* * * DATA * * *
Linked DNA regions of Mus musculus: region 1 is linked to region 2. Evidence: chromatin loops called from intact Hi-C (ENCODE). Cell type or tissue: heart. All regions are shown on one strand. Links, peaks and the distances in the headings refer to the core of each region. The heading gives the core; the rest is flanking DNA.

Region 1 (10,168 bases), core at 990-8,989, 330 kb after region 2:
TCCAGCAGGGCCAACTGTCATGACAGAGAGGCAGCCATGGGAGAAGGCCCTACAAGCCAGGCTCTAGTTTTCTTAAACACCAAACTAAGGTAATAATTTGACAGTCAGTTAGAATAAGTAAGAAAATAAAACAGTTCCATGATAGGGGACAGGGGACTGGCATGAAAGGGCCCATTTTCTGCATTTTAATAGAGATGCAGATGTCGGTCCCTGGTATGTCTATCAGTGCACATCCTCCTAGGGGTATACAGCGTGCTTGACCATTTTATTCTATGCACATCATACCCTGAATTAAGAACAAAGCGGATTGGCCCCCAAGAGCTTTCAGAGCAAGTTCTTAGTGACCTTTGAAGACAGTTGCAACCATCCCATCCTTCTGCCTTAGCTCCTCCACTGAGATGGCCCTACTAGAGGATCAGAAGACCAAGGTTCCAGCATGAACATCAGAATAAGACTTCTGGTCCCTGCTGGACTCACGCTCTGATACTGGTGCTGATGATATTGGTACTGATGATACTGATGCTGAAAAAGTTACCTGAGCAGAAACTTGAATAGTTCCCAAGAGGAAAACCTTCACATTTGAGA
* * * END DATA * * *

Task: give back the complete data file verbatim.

Linked DNA regions of Mus musculus: region 1 is linked to region 2. Evidence: chromatin loops called from intact Hi-C (ENCODE). Cell type or tissue: heart. All regions are shown on one strand. Links, peaks and the distances in the headings refer to the core of each region. The heading gives the core; the rest is flanking DNA.

Region 1 (10,168 bases), core at 990-8,989, 330 kb after region 2:
TCCAGCAGGGCCAACTGTCATGACAGAGAGGCAGCCATGGGAGAAGGCCCTACAAGCCAGGCTCTAGTTTTCTTAAACACCAAACTAAGGTAATAATTTGACAGTCAGTTAGAATAAGTAAGAAAATAAAACAGTTCCATGATAGGGGACAGGGGACTGGCATGAAAGGGCCCATTTTCTGCATTTTAATAGAGATGCAGATGTCGGTCCCTGGTATGTCTATCAGTGCACATCCTCCTAGGGGTATACAGCGTGCTTGACCATTTTATTCTATGCACATCATACCCTGAATTAAGAACAAAGCGGATTGGCCCCCAAGAGCTTTCAGAGCAAGTTCTTAGTGACCTTTGAAGACAGTTGCAACCATCCCATCCTTCTGCCTTAGCTCCTCCACTGAGATGGCCCTACTAGAGGATCAGAAGACCAAGGTTCCAGCATGAACATCAGAATAAGACTTCTGGTCCCTGCTGGACTCACGCTCTGATACTGGTGCTGATGATATTGGTACTGATGATACTGATGCTGAAAAAGTTACCTGAGCAGAAACTTGAATAGTTCCCAAGAGGAAAACCTTCACATTTGAGA